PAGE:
Speech Pathology Subacute

Working in subacute care and/or long term care as a speech pathologist has many pros as well as a few cons. I enjoyed my time working in this setting very much. 

Ready Why!

My Pros:

1. Hours & Schedule                                                                          

Your work day typical runs 7:30-4:00. I personally never worked at a facility where speech pathologists worked weekends or holidays. Due to medicare rules, it may be an issue now.

2. Dysphagia                                                                                    

You must like dysphagia to work in subacute care. I enjoy working with patients who have dysphagia. I find the assessment and treatment process interesting and rewarding. 

3. Continuum of care                                                                              

In this setting, patients may be permanent residents or at least staying a few weeks. I saw my patients daily, created functional goals, and actually work on them! There is less worry about no-shows or insurance not approving sessions.

4. Develop strong relationships with patients and caregivers                

You get to know your patients and their caregivers well. It is fantastic to have their input. Goals are based on what they WANT to work on and not just what we, as professionals, think is the most beneficial. When everyone is on the same page, therapy is more functional!

5. Compensation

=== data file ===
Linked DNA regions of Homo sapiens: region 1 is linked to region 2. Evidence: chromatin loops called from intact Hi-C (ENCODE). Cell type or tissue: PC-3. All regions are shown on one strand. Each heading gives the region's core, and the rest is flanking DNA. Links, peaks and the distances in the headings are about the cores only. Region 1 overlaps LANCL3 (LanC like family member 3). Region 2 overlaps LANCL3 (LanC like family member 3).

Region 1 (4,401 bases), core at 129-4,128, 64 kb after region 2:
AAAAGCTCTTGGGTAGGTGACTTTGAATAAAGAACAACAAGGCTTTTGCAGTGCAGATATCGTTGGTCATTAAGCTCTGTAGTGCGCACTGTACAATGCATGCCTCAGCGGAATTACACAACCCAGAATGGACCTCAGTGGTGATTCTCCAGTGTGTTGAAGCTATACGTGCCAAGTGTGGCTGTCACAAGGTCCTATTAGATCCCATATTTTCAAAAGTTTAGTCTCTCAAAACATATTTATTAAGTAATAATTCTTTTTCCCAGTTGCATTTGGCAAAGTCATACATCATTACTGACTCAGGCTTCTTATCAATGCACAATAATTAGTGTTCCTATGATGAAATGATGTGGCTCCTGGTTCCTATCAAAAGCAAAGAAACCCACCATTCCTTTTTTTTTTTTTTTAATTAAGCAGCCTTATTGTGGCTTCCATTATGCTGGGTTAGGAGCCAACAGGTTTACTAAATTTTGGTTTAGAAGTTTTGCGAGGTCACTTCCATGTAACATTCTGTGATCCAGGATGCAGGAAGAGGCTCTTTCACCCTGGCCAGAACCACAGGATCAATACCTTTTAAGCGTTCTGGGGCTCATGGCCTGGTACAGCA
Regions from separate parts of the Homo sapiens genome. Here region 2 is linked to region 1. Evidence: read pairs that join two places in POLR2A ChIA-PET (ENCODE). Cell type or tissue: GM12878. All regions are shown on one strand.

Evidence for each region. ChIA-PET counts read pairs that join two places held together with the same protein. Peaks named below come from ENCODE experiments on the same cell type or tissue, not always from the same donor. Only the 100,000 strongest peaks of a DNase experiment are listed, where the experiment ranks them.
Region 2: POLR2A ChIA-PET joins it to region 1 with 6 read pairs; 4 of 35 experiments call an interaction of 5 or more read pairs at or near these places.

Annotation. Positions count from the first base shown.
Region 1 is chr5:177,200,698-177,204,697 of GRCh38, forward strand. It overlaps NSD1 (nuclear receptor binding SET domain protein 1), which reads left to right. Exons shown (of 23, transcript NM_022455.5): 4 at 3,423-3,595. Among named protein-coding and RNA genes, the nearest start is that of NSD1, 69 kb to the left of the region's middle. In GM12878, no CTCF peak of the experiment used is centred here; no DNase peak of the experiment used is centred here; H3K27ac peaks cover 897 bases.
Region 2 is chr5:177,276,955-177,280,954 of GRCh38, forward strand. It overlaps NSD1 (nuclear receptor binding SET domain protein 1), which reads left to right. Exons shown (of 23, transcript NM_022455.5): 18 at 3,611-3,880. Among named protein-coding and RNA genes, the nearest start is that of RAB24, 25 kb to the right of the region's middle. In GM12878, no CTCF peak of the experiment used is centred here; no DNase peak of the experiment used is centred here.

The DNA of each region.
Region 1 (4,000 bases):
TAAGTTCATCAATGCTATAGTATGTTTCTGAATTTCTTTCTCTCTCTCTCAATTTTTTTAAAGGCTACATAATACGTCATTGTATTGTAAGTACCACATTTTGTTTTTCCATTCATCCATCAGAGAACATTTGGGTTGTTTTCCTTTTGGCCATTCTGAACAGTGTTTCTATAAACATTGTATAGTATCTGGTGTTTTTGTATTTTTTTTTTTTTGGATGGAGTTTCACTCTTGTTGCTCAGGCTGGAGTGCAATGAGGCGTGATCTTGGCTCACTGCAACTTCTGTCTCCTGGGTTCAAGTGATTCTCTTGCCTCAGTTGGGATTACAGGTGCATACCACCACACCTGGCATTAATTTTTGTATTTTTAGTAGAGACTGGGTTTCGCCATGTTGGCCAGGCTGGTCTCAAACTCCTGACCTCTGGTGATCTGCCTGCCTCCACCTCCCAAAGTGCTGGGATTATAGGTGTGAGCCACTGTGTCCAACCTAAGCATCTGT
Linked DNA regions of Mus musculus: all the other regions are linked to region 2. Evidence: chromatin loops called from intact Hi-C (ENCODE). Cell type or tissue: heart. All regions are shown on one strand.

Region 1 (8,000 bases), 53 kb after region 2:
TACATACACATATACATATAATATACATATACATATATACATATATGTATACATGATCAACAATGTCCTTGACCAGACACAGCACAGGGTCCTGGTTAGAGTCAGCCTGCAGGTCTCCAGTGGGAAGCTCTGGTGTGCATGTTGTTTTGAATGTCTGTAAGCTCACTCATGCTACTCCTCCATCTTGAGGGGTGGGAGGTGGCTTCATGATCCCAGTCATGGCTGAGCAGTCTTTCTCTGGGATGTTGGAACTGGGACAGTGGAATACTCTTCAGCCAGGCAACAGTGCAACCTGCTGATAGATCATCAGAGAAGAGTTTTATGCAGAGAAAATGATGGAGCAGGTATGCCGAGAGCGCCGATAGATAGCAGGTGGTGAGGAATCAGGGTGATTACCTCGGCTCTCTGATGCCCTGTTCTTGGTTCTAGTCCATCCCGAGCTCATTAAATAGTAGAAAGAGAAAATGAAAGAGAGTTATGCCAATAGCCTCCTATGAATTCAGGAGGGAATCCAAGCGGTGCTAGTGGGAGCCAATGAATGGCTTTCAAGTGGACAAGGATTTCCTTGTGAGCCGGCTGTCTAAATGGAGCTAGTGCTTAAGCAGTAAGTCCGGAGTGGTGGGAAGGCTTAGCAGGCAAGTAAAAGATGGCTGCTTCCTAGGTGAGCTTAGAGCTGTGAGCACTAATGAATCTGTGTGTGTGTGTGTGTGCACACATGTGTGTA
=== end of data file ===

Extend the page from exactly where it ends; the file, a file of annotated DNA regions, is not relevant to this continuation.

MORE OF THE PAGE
Typically, salary for speech language pathologists in this setting is the highest compared to all the other settings.

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My Cons:

1. Productivity                                                                                      

In most subacute and long term care facilities, there are high productivity demands. This can make a job all about the numbers and not about the patients. Luckily, I have not had first-hand experience with this. 

2. Insurance and medicare                                                                            

Meeting medicare minutes can be stressful. Speech therapy sessions tend to 1:1 which makes this even harder.

3. Patients pass away                                                                          

There is more "end of life" issues in this setting which is difficult at times. The silver lining is all the patient advocacy and education you can do with end- of-life, quality of life, and dypshagia.

Bridget is an ASHA certified, practicing speech language pathologist. She is passionate about providing parents with information on child speech and language development as well as provide functional, easy activities to do at home! Parents have the power to make a real difference.

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